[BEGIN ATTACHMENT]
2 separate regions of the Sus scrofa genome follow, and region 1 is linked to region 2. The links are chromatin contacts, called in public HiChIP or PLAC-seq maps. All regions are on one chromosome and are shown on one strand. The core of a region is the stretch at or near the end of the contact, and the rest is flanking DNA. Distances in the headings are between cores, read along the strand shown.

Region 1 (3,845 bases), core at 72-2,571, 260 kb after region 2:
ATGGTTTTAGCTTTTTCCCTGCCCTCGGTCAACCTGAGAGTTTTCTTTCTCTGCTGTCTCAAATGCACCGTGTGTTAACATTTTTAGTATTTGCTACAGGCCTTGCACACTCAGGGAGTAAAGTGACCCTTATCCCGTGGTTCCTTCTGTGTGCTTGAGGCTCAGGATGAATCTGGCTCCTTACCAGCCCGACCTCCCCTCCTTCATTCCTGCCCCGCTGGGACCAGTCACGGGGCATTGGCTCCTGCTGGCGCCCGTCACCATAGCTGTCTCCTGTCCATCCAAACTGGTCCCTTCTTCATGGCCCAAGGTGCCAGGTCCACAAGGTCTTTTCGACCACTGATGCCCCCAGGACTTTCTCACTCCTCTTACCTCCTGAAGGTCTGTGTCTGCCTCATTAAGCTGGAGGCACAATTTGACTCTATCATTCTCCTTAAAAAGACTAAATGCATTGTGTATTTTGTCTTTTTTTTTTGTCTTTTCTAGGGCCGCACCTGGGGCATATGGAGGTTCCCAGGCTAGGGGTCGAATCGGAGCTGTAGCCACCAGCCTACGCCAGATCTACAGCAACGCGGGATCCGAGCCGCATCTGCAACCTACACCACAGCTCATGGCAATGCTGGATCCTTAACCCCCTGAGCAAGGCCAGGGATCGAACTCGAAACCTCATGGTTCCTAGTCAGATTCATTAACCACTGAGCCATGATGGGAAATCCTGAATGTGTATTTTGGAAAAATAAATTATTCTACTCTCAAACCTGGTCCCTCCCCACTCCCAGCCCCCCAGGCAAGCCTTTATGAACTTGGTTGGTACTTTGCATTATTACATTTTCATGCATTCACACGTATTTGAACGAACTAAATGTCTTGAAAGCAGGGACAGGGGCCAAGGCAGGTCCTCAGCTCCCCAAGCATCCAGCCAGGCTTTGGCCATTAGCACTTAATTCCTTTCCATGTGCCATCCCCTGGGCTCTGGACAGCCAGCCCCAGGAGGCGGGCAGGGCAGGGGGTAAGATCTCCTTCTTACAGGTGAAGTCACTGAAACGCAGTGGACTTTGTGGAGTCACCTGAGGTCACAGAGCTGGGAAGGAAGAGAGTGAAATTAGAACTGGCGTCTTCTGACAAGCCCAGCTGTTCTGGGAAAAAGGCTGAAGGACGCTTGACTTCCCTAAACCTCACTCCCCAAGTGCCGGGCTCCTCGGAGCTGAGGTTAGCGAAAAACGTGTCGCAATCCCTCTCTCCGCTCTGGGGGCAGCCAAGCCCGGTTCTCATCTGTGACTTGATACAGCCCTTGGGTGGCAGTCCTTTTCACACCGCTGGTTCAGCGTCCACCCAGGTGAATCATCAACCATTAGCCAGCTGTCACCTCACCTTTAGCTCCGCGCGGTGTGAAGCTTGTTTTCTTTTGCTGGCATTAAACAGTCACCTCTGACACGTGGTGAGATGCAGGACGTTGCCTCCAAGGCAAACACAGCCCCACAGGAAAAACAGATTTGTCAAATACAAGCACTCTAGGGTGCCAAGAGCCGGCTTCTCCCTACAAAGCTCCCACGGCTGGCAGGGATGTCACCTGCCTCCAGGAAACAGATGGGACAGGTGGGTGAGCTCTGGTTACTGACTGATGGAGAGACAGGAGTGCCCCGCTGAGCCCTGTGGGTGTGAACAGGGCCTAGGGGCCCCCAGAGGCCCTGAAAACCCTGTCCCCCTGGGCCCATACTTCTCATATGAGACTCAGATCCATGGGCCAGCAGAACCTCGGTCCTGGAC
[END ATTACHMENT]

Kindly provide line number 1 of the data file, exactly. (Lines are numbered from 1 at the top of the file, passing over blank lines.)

2 separate regions of the Sus scrofa genome follow, and region 1 is linked to region 2. The links are chromatin contacts, called in public HiChIP or PLAC-seq maps. All regions are on one chromosome and are shown on one strand. The core of a region is the stretch at or near the end of the contact, and the rest is flanking DNA. Distances in the headings are between cores, read along the strand shown.